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Adiabatic Processes. 1000 mb. How can the first law really help me forecast thunderstorms?. Adiabatic Processes. Outline: Review of The First Law of Thermodynamics Adiabatic Processes Poisson’s Relation Applications Potential Temperature Applications Dry Adiabatic Lapse Rate

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## Adiabatic Processes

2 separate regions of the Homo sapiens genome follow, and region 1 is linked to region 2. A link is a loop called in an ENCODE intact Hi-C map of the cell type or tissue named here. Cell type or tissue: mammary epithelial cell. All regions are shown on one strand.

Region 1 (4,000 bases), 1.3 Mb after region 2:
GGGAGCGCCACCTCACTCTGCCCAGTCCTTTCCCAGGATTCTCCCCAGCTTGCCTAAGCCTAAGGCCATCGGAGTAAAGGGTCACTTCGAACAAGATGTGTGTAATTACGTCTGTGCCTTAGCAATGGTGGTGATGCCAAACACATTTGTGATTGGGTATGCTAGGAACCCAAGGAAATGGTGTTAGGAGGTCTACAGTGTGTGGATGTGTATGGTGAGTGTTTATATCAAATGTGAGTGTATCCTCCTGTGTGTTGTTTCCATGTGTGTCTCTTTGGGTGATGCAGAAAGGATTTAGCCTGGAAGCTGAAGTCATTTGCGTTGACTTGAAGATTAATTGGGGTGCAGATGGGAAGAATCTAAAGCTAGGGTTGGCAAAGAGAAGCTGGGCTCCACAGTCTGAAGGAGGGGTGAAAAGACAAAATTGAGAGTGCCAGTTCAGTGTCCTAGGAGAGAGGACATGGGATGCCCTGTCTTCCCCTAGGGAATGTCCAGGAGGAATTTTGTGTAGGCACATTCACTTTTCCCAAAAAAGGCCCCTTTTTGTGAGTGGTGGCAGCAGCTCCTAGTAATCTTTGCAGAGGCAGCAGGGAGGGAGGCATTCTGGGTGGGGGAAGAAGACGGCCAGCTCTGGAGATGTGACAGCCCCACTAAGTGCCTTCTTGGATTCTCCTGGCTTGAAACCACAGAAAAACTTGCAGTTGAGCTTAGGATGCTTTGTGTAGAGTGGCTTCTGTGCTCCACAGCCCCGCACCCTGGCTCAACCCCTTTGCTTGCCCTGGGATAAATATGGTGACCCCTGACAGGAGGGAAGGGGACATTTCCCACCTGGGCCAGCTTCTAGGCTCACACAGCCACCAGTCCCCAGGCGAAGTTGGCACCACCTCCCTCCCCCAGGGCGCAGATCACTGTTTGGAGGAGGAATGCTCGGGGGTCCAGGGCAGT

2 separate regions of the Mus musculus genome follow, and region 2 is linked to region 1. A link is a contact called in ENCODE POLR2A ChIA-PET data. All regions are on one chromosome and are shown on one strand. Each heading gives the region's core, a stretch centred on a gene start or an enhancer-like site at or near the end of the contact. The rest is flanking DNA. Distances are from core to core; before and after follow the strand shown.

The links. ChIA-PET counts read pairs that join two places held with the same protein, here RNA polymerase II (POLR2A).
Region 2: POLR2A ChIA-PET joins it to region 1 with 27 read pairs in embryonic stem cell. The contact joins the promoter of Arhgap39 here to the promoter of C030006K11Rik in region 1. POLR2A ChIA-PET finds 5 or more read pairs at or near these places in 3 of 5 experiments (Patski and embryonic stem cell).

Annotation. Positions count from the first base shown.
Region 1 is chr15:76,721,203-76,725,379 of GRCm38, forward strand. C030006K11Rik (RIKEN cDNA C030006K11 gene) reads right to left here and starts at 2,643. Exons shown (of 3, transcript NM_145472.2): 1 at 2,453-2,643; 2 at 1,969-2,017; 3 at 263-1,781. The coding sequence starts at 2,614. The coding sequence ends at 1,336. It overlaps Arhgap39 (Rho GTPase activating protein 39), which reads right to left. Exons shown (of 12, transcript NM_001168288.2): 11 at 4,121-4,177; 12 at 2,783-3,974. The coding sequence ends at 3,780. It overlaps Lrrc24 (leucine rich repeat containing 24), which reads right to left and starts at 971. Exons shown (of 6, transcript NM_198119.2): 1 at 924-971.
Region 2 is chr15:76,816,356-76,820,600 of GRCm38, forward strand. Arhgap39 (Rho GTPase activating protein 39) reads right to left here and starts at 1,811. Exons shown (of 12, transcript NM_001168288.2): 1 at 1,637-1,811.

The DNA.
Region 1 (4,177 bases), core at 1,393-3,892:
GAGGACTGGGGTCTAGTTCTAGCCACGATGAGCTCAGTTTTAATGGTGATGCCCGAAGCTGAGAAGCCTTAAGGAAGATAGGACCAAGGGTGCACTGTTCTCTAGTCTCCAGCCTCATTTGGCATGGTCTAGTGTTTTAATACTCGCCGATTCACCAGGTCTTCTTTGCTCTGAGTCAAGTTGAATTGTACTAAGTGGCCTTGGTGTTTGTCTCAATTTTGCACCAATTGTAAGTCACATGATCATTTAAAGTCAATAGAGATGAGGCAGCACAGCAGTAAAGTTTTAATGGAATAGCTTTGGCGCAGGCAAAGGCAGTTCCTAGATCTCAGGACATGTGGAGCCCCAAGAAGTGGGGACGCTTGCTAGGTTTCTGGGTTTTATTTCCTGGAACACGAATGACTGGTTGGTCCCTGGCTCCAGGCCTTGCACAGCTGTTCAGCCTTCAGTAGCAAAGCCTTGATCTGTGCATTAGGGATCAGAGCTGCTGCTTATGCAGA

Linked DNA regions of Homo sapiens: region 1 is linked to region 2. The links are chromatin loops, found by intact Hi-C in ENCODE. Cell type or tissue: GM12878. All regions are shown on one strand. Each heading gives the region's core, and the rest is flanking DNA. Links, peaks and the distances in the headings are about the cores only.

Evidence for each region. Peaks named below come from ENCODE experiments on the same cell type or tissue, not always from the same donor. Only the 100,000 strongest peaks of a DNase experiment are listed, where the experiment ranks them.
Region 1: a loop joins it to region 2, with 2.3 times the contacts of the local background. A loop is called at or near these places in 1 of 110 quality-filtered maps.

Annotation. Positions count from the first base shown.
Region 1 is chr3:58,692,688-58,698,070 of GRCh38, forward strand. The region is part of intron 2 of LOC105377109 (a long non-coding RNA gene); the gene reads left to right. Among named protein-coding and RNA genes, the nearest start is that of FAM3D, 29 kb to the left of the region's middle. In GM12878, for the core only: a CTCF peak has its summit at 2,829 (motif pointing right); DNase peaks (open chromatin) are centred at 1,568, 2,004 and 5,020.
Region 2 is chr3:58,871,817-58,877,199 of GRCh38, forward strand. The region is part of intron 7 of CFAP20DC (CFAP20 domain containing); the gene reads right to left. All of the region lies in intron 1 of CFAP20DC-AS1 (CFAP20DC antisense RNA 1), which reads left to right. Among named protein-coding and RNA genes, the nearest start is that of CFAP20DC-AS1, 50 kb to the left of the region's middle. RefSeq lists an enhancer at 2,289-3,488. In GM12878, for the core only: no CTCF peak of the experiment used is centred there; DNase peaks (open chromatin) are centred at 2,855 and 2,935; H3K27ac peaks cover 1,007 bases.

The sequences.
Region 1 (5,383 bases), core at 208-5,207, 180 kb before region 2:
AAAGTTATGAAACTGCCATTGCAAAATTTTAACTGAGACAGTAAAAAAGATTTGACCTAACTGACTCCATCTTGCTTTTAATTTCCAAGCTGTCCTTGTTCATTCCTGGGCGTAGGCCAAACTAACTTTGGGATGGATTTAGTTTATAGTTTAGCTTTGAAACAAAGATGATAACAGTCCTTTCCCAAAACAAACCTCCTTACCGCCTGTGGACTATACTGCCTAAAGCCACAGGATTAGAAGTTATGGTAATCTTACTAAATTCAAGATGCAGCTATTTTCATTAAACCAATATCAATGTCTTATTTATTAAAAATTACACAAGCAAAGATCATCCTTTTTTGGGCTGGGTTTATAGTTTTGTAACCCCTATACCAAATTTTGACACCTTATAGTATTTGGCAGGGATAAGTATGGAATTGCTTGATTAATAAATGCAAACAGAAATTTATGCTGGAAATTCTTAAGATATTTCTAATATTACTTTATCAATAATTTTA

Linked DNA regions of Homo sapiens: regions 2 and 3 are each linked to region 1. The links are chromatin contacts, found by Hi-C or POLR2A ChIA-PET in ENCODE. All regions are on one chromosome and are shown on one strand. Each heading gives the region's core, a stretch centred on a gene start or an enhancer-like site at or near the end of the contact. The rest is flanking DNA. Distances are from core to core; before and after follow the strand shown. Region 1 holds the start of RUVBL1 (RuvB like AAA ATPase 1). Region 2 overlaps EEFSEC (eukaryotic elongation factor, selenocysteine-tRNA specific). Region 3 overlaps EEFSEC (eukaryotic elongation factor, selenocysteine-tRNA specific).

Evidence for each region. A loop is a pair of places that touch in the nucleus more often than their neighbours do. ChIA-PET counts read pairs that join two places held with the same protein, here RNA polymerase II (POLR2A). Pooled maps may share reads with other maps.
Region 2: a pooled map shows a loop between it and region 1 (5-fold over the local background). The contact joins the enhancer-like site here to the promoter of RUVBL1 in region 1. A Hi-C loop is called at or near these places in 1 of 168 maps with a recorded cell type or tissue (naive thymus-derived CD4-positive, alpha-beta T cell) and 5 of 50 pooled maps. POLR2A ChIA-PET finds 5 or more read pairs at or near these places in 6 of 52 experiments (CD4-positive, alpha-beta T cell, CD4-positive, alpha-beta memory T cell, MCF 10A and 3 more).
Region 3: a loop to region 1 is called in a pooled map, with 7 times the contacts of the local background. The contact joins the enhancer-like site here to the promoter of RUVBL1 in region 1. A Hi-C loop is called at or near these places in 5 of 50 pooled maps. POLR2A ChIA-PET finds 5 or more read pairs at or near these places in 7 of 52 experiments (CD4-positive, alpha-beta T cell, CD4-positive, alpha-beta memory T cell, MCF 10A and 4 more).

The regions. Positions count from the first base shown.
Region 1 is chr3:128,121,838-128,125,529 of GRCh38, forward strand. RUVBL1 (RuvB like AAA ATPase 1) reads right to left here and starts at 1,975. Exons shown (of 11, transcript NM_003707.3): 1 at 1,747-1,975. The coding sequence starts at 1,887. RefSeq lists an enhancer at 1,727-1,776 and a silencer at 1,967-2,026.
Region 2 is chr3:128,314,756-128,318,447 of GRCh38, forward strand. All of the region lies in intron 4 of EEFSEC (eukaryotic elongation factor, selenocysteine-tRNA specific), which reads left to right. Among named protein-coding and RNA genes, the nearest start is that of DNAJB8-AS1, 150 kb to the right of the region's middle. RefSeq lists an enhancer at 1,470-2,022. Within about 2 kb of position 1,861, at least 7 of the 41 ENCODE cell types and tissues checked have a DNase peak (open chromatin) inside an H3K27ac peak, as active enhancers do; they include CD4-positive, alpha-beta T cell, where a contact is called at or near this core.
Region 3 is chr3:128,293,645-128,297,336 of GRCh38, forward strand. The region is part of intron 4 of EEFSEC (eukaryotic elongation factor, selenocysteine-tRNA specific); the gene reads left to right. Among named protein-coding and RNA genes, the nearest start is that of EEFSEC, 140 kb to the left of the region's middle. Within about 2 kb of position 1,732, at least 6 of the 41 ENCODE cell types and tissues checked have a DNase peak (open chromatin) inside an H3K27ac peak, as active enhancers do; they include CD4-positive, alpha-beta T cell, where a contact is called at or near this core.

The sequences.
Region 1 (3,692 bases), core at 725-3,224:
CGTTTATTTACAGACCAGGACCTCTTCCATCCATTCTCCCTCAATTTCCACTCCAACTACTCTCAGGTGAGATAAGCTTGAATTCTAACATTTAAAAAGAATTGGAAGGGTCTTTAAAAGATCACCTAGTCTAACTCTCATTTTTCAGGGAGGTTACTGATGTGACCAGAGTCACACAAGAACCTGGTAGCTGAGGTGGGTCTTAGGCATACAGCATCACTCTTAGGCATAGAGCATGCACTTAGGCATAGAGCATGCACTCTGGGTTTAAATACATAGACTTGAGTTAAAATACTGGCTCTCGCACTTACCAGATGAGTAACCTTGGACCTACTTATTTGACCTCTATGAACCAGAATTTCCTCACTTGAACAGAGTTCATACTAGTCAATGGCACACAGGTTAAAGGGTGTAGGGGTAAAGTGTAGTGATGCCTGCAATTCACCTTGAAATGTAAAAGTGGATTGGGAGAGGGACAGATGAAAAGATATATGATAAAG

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**Adiabatic Processes**1000 mb How can the first law really help me forecast thunderstorms? M. D. Eastin**Adiabatic Processes**• Outline: • Review of The First Law of Thermodynamics • Adiabatic Processes • Poisson’s Relation • Applications • Potential Temperature • Applications • Dry Adiabatic Lapse Rate • Applications M. D. Eastin**First Law of Thermodynamics**• Statement of Energy Balance / Conservation: • Energy in = Energy out • Heat in = Heat out Heating Sensible heating Latent heating Evaporational cooling Radiational heating Radiational cooling Work Done Expansion Compression Change in Internal Energy M. D. Eastin**Forms of the First Law of Thermodynamics**For a gas of mass m For unit mass where: p = pressure U = internal energy V = volume W = work T = temperature Q or q = heat energy α = specific volume n = number of moles cv = specific heat at constant volume (717 J kg-1 K-1) cp = specific heat at constant pressure (1004 J kg-1 K-1) Rd = gas constant for dry air (287 J kg-1 K-1) R* = universal gas constant (8.3143 J K-1 mol-1) M. D. Eastin**Types of Processes**• Isothermal Processes: • Transformations at constant temperature (dT = 0) • Isochoric Processes: • Transformations at constant volume (dV = 0 or dα = 0) • Isobaric Processes: • Transformations at constant pressure (dp = 0) • Adiabatic processes: • Transformations without the exchange of heat between the environment • and the system (dQ = 0 or dq = 0) M. D. Eastin**Adiabatic Processes**• Basic Idea: • No heat is added to or taken from the system • which we assume to be an air parcel • Changes in temperature result from either • expansion or contraction • Many atmospheric processes are “dry adiabatic” • We shall see that dry adiabatic process play • a large role in deep convective processes • Vertical motions • Thermals Parcel M. D. Eastin**Adiabatic Processes**P-V Diagrams: Isobar p i Isochor Adiabat f Isotherm V M. D. Eastin**Poisson’s* Relation**• A Relationship between Temperature and Pressure: • Begin with: • Substitute for “α” using • the Ideal Gas Law • and rearrange: • Integrate the equation: Adiabatic Form of the First Law *NOT pronounced like “Poison” See: http://en.wikipedia.org/wiki/Simeon_Poisson M. D. Eastin**Poisson’s Relation**• A Relationship between Pressure and Temperature: • After Integrating the equation: • After some simple algebra: • Relates the initial conditions oftemperature and pressure to • the final temperature and pressure M. D. Eastin**Applications of Poisson’s Relation**• Example: Cabin Pressurization • Most jet aircraft are pressurized to 8,000 ft (or 770 mb). If the outside air • temperature at a cruising altitude of 30,000 feet (300 mb) is -40ºC, what is • the temperature inside the cabin? M. D. Eastin**Applications of Poisson’s Relation**• Example: Cabin Pressurization • Most jet aircraft are pressurized to 8,000 ft (or 770 mb). If the outside air • temperature at a cruising altitude of 30,000 feet (300 mb) is -40ºC, what is • the temperature inside the cabin? • pinitial = 300 mb Rd = 287 J / kg K • pfinal = 770 mb cp = 1004 J / kg K • Tinitial = -40ºC = 233K • Tfinal = ??? M. D. Eastin**Applications of Poisson’s Relation**• Example: Cabin Pressurization • Most jet aircraft are pressurized to 8,000 ft (or 770 mb). If the outside air • temperature at cruising altitude of 30,000 feet (300 mb) is -40ºC, what is • the temperature inside the cabin? • pinitial = 300 mb Rd = 287 J / kg K • pfinal = 770 mb cp = 1004 J / kg K • Tinitial = -40ºC = 233K M. D. Eastin**Applications of Poisson’s Relation**• Comparing Temperatures at different Altitudes: • Are they relatively warmer or cooler? • Bring the two parcels to the same level • Compress 300 mb air to 600 mb 300 mb -37oC 600 mb 2oC M. D. Eastin**Applications of Poisson’s Relation**• Comparing Temperatures at different Altitudes: • Are they relatively warmer or cooler? • pinitial = 300 mb • pfinal = 600 mb • Tinitial = -37ºC = 236 K • Tfinal =288 K = 15ºC • Note: We could we have chosen • to expand the 600 mb parcel • to 300 mb for the comparison 300 mb -37oC 600 mb 2oC 15oC M. D. Eastin**Potential Temperature**• Special form of Poisson’s Relation: • Compress all air parcels to 1000 mb • Provides a “standard” • Avoids using an arbitrary pressure level • Define Tfinal = θ • θis the potential temperature • where: p0 = 1000 mb 1000 mb M. D. Eastin**Applications of Potential Temperature**• Comparing Temperatures at different Altitudes: • An aircraft flies over the same location at two different altitudes and makes measurements of pressure and temperature within air parcels at each altitude: • Air parcel #1: p = 900 mb • T = 21ºC • Air Parcel #2: p = 700 mb • T = 0.6ºC • Which parcel is relatively colder? warmer? M. D. Eastin**Applications of Potential Temperature**• Comparing Temperatures at different Altitudes: • Air Parcel #1: p = 900 mb • T = 21ºC = 294 K • Air Parcel #2: p = 700 mb • T = 0.6ºC = 273.6 K • The parcels have the same potential temperature! • Are we measuring the same air parcel at two different levels? M. D. Eastin**Applications of Potential Temperature**• Potential Temperature Conservation: • Air parcels undergoing adiabatic transformations • maintain a constantpotential temperature (θ) • During adiabatic ascent (expansion) the parcel’s • temperature must decrease in order to preserve • the parcel’s potential temperature • During adiabatic descent (compression) the parcel’s • temperature must increase in order to preserve • the parcel’s potential temperature Constant θ M. D. Eastin**Applications of Potential Temperature**• Potential Temperature as an Air Parcel Tracer: • Therefore, under dry adiabatic conditions, potential • temperature can be used as a tracer of air motions • Track air parcels moving up and down (thermals) • Track air parcels moving horizontally (advection) Constant θ Constant θ M. D. Eastin**Dry Adiabatic Lapse Rate**• How does Temperature change with Height for a Rising Thermal? • Potential temperature is a function of pressure and temperature: θ(p,T) • We know the relationship between pressure (p) and altitude (z): • We can use this hydrostatic relation and • the adiabatic form of the first law to obtain • a relationship between temperature and • height when potential temperature is • conserved (dry adiabatic lapse rate) Hydrostatic Relation (more on this later) z Dry Adiabatic Lapse Rate? Adiabatic Form of the First Law T M. D. Eastin**Dry Adiabatic Lapse Rate**• How does Temperature change with Height for a Rising Thermal? • Begin with the first law: • Substitute for “α” using • the Ideal Gas Law • and rearrange: • Divide each side by “dz”: • Substitute for “dp/dz” • using the hydrostatic • relation and re-arrange: M. D. Eastin**Dry Adiabatic Lapse Rate**• How does Temperature change with Height for a Rising Thermal? • Substitute for “ρ” using • the Ideal Gas Law • and cancel terms: • We have arrived at the Dry Adiabatic Lapse Rate(Γd): M. D. Eastin**Application of the Dry Adiabatic Lapse Rate**• Example: Temperature Change within a Rising Thermal • A parcel originating at the surface (z = 0 m, T = 25ºC) rises to the top of the • mixed boundary layer (z = 800 m). What is the parcel’s new air temperature? Mixed Layer Constant θ M. D. Eastin**Adiabatic Processes**• Summary: • Review of The First Law of Thermodynamics • Adiabatic Processes • Poisson’s Relation • Applications • Potential Temperature • Applications • Dry Adiabatic Lapse Rate • Applications M. D. Eastin**References**Petty, G. W., 2008: A First Course in Atmospheric Thermodynamics, Sundog Publishing, 336 pp. Tsonis, A. A., 2007: An Introduction to Atmospheric Thermodynamics, Cambridge Press, 197 pp. Wallace, J. M., and P. V. Hobbs, 1977: Atmospheric Science: An Introductory Survey, Academic Press, New York, 467 pp. M. D. Eastin